- Recombinant immunotoxins: SS1P (anti-mesothelin dsFv-PE38) consists of a murine anti-mesothelin disulfide-stabilized single-chain Fv fragment (targeting moiety) linked to PE38 (effector moiety), the protein-synthesis-inhibiting domain of Pseudomonas exotoxin A (50). In phase I studies, SS1P generated neutralizing antibodies to the pseudomonas endotoxin (PE) (51,52); therefore, in a subsequent study, pentostatin and cyclophosphamide were given before the administration of SS1P to deplete T and B lymphocyte, thus delaying the development of neutralizing antibodies; initial signs of activity were observed in 3/10 patients treated in a phase I study (53). To minimize immunogenicity, Hollevoet et al. re-engineered the targeting moiety from mouse dsFv to humanized Fab and de-immunized the effector moiety PE to generate a new immunotoxin, called RG7787/LMB-100 (54). A phase I study to assess the maximum tolerated dose and the immunogenicity of RG778 is currently under way in MPM patients (NCT02798536).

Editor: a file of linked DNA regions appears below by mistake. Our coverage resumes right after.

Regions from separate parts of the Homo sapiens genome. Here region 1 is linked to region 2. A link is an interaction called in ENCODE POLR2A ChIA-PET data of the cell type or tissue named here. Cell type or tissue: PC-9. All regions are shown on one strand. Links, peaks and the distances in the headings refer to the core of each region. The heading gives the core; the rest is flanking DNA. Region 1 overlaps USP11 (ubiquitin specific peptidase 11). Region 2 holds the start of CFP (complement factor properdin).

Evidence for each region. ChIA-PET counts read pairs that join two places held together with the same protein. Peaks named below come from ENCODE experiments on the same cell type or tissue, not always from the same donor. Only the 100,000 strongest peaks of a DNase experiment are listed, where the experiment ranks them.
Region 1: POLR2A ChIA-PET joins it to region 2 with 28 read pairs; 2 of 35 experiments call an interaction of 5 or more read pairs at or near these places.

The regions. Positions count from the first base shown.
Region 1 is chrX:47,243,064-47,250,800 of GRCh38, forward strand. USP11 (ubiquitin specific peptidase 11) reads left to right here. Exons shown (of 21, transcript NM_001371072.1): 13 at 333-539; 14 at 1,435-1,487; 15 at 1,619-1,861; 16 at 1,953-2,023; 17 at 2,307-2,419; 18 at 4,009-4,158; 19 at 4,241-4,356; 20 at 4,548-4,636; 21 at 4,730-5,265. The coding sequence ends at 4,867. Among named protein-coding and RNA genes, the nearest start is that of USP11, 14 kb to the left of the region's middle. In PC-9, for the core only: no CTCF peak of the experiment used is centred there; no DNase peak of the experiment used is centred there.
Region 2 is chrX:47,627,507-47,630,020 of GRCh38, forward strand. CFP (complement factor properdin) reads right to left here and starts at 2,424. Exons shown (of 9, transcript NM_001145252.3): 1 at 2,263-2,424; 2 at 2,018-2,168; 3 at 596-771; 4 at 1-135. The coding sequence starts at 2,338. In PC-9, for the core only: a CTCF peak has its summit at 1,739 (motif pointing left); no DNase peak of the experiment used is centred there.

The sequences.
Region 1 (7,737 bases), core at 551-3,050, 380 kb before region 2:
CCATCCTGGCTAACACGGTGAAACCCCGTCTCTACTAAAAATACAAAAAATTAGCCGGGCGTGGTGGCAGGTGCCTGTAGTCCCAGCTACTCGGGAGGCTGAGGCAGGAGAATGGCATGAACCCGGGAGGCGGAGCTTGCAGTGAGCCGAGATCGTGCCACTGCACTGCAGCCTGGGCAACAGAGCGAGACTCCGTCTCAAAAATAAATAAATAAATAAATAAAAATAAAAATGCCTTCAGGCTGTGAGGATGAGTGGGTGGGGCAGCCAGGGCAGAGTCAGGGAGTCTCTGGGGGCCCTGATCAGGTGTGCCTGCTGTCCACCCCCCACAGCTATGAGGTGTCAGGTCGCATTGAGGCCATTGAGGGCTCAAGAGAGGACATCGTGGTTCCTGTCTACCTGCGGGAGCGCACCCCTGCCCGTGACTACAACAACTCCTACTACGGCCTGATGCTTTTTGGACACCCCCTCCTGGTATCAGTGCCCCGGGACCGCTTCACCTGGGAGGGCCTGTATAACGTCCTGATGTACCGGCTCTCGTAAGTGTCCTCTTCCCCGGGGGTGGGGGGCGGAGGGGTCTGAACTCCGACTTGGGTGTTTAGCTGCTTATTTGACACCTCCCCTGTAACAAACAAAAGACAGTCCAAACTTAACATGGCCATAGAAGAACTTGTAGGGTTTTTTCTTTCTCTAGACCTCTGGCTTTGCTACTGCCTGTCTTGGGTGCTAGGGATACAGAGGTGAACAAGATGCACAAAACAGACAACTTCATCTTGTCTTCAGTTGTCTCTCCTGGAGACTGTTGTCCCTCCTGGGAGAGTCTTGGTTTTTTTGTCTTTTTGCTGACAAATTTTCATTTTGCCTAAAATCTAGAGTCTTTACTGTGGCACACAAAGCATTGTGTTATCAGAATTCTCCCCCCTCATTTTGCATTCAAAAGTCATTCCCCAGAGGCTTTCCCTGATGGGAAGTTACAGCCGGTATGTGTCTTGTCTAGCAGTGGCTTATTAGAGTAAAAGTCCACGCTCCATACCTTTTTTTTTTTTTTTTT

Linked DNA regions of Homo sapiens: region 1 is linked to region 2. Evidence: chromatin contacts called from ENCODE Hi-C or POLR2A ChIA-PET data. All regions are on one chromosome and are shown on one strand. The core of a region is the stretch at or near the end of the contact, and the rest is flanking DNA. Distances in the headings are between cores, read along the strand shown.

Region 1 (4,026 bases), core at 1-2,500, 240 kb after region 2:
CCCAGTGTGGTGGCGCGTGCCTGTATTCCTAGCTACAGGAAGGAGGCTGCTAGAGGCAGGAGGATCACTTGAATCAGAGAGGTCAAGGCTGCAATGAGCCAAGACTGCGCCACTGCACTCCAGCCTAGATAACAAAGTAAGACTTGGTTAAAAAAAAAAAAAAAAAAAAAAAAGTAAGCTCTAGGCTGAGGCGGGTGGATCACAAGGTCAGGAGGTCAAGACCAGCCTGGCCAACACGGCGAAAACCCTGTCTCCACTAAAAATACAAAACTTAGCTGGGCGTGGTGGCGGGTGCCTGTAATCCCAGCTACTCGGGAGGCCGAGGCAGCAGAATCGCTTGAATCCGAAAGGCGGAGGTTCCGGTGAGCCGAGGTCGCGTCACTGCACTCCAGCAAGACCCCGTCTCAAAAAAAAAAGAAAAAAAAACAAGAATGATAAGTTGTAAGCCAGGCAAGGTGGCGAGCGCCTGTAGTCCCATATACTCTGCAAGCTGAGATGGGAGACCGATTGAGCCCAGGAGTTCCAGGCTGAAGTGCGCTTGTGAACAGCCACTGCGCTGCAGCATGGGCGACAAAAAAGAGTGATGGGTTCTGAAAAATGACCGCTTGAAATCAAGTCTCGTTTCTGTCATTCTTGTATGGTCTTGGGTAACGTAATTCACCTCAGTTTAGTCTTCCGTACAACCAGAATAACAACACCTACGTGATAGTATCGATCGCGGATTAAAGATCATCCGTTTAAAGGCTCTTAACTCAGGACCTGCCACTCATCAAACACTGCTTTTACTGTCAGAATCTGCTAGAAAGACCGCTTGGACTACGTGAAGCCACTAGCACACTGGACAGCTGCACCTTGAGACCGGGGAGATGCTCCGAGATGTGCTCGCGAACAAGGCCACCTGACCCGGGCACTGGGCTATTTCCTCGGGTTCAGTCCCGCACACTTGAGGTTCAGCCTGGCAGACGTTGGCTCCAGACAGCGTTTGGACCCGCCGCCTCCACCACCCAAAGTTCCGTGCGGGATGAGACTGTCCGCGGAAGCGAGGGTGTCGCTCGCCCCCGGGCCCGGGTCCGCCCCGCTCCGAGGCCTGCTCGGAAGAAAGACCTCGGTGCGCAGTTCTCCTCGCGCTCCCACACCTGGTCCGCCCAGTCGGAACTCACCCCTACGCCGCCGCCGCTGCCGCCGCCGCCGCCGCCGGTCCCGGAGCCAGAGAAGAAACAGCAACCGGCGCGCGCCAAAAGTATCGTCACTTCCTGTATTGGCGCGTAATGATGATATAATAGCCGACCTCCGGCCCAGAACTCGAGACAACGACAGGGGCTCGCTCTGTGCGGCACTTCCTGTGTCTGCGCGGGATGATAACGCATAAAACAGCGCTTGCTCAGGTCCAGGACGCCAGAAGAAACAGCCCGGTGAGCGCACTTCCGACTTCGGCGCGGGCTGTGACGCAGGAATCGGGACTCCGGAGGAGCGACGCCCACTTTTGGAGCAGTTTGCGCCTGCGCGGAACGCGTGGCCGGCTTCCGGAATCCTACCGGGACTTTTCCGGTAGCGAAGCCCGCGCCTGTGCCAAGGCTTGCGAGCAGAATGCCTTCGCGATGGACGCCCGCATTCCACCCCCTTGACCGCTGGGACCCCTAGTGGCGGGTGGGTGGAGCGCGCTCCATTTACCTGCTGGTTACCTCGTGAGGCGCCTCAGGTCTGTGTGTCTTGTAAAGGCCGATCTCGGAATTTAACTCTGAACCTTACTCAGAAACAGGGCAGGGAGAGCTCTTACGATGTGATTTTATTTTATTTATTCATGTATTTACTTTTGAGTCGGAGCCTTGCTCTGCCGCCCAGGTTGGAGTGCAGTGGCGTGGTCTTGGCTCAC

- Mesothelin CARs: adoptive T cell therapy using engineered T cells directed towards tumor antigens (CAR-T) is another promising approach that has shown impressive clinical outcomes in leukemia, and it is now being investigated in solid malignancies (55). Mesothelin is an especially appealing target for this approach since it is overexpressed in the majority of MPM, and several preclinical and clinical studies have found that is involved in tumorigenesis, as well as being associated with tumor aggressiveness (56). Data generated in CAR-T cells, mainly directed against mesothelin in MPM patients, demonstrated early signs of clinical activity and T cell reactivity towards the tumor. Mesothelin CARs are currently being investigated in multiple phase I clinical trials (NCT02414269, NCT01583686, NCT02580747, NCT02159716, and NCT01355965). Further adaptations of the CAR-T cell strategy, including intrapleural delivery approaches, are under investigation to increase tumor infiltration and decrease treatment-related side effects (57).